Chocolate and candies made with the artificial sweetener xylitol are the most toxic for pets.
Candy wrappers can also be dangerous when swallowed, causing intestinal blockages.
Call us or keep the ASPCA Animal Poison Control Center number handy if your pet gets into dangerous treats: (888) 426-4435.
Symptoms that require immediate attention: Vomiting, Diarrhea, Elevated Heart Rate, Excessive Thirst and Urination, Loss of Coordination, Seizures, Panting, Hyperactivity
While most pets prefer their birthday suits, some will tolerate costumes. Don’t force them if it causes stress! Beware of small or dangling pieces of material that may cause a choking hazard, and avoid costumes that restrict movement, vision or hearing. Check Pinterest for fun and easy costume ideas, like a Beanie Baby Pup, Big Bad Woof, Super Dog/Cat, Horse Jockey, or Chia Pet.
Frightening Front Door Activity
Strangers in creepy costumes + constantly ringing doorbells = perfect recipe for stress. Help pets feel safe and secure in a quiet room away from all the action. For extra ‘fraidy cats and dogs, consider a pheromone diffuser.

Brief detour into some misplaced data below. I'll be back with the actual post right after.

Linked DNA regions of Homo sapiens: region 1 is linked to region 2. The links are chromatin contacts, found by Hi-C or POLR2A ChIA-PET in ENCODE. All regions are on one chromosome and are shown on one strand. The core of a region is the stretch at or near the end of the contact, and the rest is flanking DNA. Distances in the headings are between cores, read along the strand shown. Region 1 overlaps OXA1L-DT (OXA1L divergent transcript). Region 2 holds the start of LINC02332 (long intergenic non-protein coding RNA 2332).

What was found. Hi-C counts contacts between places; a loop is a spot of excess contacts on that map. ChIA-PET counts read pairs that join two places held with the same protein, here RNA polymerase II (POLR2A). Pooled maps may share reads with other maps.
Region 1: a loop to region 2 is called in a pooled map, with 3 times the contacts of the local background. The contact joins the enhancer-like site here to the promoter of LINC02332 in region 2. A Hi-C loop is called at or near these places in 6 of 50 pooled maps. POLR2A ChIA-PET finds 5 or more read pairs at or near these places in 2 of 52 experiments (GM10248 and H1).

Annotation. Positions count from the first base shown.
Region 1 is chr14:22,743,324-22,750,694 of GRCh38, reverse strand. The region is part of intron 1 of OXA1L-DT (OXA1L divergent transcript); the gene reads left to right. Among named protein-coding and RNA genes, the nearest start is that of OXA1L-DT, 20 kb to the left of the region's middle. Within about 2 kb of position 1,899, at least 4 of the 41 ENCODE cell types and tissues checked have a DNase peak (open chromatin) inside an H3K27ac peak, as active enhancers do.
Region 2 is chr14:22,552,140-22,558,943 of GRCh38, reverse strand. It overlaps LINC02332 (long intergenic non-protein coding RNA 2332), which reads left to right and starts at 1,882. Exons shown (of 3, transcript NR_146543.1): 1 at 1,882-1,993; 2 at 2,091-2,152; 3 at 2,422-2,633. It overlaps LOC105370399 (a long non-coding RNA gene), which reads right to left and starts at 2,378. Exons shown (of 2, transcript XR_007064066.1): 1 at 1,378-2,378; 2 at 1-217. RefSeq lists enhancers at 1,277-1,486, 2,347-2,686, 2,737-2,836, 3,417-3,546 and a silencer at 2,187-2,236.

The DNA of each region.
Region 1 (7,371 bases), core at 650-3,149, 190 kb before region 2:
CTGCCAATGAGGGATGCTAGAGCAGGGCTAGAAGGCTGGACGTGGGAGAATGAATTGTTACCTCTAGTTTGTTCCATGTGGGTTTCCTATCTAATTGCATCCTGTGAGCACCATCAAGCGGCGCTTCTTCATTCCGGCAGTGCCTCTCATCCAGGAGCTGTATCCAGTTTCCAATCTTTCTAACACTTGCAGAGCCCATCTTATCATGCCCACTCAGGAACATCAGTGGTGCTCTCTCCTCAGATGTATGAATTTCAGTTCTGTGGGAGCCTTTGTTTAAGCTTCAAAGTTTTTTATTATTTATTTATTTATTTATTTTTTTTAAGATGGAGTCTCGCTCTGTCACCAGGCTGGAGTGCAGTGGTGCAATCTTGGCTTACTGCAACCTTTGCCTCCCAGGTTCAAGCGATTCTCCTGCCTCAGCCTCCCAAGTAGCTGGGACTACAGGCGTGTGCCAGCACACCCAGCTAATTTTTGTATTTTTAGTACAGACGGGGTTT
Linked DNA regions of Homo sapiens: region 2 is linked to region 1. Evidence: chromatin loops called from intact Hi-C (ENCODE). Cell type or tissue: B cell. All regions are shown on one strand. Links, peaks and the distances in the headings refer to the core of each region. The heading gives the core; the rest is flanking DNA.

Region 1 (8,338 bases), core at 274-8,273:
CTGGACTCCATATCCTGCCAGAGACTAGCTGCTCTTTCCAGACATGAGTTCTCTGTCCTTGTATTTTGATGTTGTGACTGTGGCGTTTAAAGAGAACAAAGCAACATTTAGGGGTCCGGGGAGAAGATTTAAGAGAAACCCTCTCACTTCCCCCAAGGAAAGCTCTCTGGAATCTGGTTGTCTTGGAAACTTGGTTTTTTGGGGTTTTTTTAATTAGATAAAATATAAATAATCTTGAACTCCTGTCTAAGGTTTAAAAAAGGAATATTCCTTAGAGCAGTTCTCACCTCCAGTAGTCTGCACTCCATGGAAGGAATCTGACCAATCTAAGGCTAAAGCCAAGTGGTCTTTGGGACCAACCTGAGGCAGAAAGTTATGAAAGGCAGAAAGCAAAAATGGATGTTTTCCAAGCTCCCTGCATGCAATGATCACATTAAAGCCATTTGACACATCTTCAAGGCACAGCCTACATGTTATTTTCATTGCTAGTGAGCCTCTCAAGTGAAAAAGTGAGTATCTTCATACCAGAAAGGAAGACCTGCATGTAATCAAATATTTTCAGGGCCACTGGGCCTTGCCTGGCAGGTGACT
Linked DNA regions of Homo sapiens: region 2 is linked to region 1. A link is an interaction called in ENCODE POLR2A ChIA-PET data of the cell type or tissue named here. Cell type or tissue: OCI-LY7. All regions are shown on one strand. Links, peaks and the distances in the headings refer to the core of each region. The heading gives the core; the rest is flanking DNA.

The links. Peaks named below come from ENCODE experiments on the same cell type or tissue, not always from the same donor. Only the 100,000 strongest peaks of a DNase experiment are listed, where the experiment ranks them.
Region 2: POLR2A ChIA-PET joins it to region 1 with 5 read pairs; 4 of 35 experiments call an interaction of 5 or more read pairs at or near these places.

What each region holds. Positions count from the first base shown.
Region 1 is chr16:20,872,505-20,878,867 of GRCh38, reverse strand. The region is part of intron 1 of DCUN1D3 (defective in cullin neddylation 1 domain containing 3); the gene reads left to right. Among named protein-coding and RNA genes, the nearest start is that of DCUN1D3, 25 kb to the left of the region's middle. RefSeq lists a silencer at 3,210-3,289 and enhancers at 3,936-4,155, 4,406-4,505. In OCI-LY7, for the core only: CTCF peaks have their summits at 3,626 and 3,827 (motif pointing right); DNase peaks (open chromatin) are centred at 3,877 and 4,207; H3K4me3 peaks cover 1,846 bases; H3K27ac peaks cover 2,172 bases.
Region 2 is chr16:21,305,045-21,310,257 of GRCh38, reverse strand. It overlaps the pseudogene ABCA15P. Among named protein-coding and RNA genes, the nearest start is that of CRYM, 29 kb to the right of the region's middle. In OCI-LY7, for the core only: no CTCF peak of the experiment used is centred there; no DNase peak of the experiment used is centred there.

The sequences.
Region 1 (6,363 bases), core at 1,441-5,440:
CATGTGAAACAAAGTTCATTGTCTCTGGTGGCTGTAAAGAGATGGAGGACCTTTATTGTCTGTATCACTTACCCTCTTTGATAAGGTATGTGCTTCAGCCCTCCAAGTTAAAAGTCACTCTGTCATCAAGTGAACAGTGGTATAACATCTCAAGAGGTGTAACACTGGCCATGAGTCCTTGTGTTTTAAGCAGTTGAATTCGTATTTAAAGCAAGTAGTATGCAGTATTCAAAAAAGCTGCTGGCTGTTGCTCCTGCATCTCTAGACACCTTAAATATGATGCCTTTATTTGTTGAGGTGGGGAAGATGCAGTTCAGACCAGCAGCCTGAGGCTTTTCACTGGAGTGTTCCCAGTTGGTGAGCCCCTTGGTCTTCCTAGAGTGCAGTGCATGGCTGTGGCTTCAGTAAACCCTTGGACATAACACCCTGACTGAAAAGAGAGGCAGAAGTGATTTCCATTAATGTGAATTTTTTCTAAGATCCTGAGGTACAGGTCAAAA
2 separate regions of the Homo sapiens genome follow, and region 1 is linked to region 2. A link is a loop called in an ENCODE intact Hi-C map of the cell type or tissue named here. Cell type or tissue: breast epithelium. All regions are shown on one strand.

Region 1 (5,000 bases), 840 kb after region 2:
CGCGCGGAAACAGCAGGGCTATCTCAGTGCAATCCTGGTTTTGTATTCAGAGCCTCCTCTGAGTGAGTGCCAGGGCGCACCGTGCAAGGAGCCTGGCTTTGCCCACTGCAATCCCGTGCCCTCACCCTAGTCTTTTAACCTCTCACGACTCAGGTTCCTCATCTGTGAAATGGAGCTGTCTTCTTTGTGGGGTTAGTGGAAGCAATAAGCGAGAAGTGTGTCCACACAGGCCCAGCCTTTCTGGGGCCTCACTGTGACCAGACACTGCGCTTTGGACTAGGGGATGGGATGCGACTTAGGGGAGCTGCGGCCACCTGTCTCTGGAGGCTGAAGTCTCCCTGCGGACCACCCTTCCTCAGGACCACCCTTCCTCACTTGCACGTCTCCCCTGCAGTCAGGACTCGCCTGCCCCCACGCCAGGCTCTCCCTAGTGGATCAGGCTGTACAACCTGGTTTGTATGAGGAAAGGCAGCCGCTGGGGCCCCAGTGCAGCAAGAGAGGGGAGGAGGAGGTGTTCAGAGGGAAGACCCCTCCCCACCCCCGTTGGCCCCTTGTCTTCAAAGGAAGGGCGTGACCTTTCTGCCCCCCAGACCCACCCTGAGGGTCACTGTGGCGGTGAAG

1.5 ounces: the amount of dark chocolate considered toxic for a 10-pound dog, 3 ounces for a 20-pound dog. The darker the chocolate, the more dangerous it is. Halloween is the second most common holiday for pets to go missing, just after the 4th of July. Keep an ID collar on your pets and make sure your microchip registry is up to date.
Halloween treats for four-legged trick or treaters:
Pumpkin Peanut Butter Bars
2 1 /2 cups whole wheat flour, 1 /2 cup canned pumpkin, 1 /2 cup peanut butter (no added sugar or sugar substitute), 2 eggs, 1 /2 tsp salt
Preheat oven to 350 degrees. Mix together all ingredients on low. Roll out dough to 1 /2-inch thick and cut into Halloween shapes. Place 1 /2-inch apart on ungreased cookie sheets. Bake about 20 minutes on each side.